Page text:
Antiangiogenic Therapies and Extracranial Metastasis in Glioblastoma: A Case Report and Review of the Literature.

Khattab MH, Marciscano AE, Lo SS, Lim M, Laterra JJ, Kleinberg LR, Redmond KJ - Case Rep Oncol Med (2015)

Surgical pathological specimens from (a) initial craniotomy and (b-c) repeat craniotomy for recurrent intracranial disease. Histopathological analysis of the initial (a) right temporal lobe specimen demonstrated glioblastoma with small cell features. The pathological specimen after second resection (b) demonstrated active glioblastoma, almost entirely viable with <5% necrosis. Following the third and final (c) craniotomy for locally recurrent disease, predominantly viable (approximately 15% necrosis) active glioblastoma was identified. Molecular studies were negative for MGMT methylation and EGFR amplification was detected by FISH.
© Copyright Policy
Related In: Results  -  Collection

License
Show All Figures
getmorefigures.php?uid=PMC4493308&req=5

fig1: Surgical pathological specimens from (a) initial craniotomy and (b-c) repeat craniotomy for recurrent intracranial disease. Histopathological analysis of the initial (a) right temporal lobe specimen demonstrated glioblastoma with small cell features. The pathological specimen after second resection (b) demonstrated active glioblastoma, almost entirely viable with <5% necrosis. Following the third and final (c) craniotomy for locally recurrent disease, predominantly viable (approximately 15% necrosis) active glioblastoma was identified. Molecular studies were negative for MGMT methylation and EGFR amplification was detected by FISH.
Mentions: A previously healthy 51-year-old right-handed African American gentleman initially presented following an unwitnessed seizure. MRI revealed focal enhancement in the posterior temporal lobe measuring approximately 9 mm as well as T2 hyperintensity within the right insular cortex and right temporal lobe. He was empirically treated for HSV encephalitis until CSF HSV PCR assay returned negative. Given persistent mental status changes, MR imaging at 4 and 9 months after initial presentation revealed an enhancing temporoparietal mass with interval enlargement between scans. He underwent right temporal craniotomy with postoperative pathology consistent with WHO grade IV astrocytoma (GBM) with small cell features (Figure 1(a)). Specific histopathological findings of cellular atypia with variable morphology ranging from packed cells with relatively homogeneous ovoid nuclei to less cellular areas with a whorled configuration, foci of necrosis with scattered calcifications, numerous mitoses, and endothelial proliferation were noted. Immunohistochemical staining demonstrated strong staining for vimentin and negative staining for EMA. Additional tumor analysis revealed an unmethylated MGMT gene promoter and EGFR amplification, later confirmed to be EGFRvIII positive.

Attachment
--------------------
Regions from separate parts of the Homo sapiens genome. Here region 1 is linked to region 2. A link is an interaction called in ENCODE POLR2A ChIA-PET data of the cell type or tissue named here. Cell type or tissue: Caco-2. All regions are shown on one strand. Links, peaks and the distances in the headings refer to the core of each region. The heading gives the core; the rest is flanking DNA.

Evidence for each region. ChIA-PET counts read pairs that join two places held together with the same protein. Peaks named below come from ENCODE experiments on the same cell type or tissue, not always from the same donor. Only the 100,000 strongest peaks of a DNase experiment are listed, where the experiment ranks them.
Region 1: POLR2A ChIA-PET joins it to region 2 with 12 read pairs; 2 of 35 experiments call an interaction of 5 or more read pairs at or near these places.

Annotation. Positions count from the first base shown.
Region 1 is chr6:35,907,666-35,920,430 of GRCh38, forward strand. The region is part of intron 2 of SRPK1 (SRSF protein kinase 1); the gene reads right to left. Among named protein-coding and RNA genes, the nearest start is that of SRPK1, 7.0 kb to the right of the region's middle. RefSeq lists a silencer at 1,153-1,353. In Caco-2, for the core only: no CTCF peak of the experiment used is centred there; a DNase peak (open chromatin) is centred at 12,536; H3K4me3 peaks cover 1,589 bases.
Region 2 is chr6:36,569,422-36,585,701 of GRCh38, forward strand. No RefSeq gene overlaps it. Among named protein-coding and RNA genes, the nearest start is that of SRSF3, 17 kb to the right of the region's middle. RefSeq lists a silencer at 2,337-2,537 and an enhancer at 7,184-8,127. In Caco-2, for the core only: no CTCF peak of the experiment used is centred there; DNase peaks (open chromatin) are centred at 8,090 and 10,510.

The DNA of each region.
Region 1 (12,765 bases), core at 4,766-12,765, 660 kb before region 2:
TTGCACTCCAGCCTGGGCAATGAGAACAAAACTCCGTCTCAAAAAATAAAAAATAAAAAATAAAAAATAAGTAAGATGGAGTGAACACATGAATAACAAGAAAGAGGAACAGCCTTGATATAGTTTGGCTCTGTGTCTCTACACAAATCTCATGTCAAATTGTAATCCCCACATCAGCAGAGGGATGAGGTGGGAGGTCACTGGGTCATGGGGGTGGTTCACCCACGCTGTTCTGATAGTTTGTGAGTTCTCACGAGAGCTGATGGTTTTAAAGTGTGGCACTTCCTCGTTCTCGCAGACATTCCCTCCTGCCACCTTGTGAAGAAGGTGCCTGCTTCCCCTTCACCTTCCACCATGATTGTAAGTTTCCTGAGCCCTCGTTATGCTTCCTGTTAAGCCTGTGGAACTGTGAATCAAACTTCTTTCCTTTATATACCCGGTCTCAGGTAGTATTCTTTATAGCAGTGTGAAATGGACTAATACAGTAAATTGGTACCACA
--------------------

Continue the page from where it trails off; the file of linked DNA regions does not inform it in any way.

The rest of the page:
Bottom Line: We present a case report of a patient with glioblastoma multiforme (GBM) complicated by extracranial metastasis (ECM) whose survival of nearly four years surpassed the anticipated life expectancy given numerous negative prognostic factors including EGFRvIII-mutation, unmethylated MGMT promoter status, and ECM.Interestingly, while this patient suffered from locally aggressive disease with multiple intracranial recurrences, the proximal cause of death was progressive extracranial disease and complications related to pulmonary metastases.Herein, we review potential mechanisms of ECM with an emphasis upon glioblastoma molecular and genetic profiles and the potential implications of targeted agents such as bevacizumab.

View Article: PubMed Central - PubMed

Affiliation: Department of Radiation Oncology & Molecular Radiation Sciences, Johns Hopkins University, 401 North Broadway, Suite 1440, Baltimore, MD 21231-5678, USA.

ABSTRACT
We present a case report of a patient with glioblastoma multiforme (GBM) complicated by extracranial metastasis (ECM) whose survival of nearly four years surpassed the anticipated life expectancy given numerous negative prognostic factors including EGFRvIII-mutation, unmethylated MGMT promoter status, and ECM. Interestingly, while this patient suffered from locally aggressive disease with multiple intracranial recurrences, the proximal cause of death was progressive extracranial disease and complications related to pulmonary metastases. Herein, we review potential mechanisms of ECM with an emphasis upon glioblastoma molecular and genetic profiles and the potential implications of targeted agents such as bevacizumab.

No MeSH data available.


Related in: MedlinePlus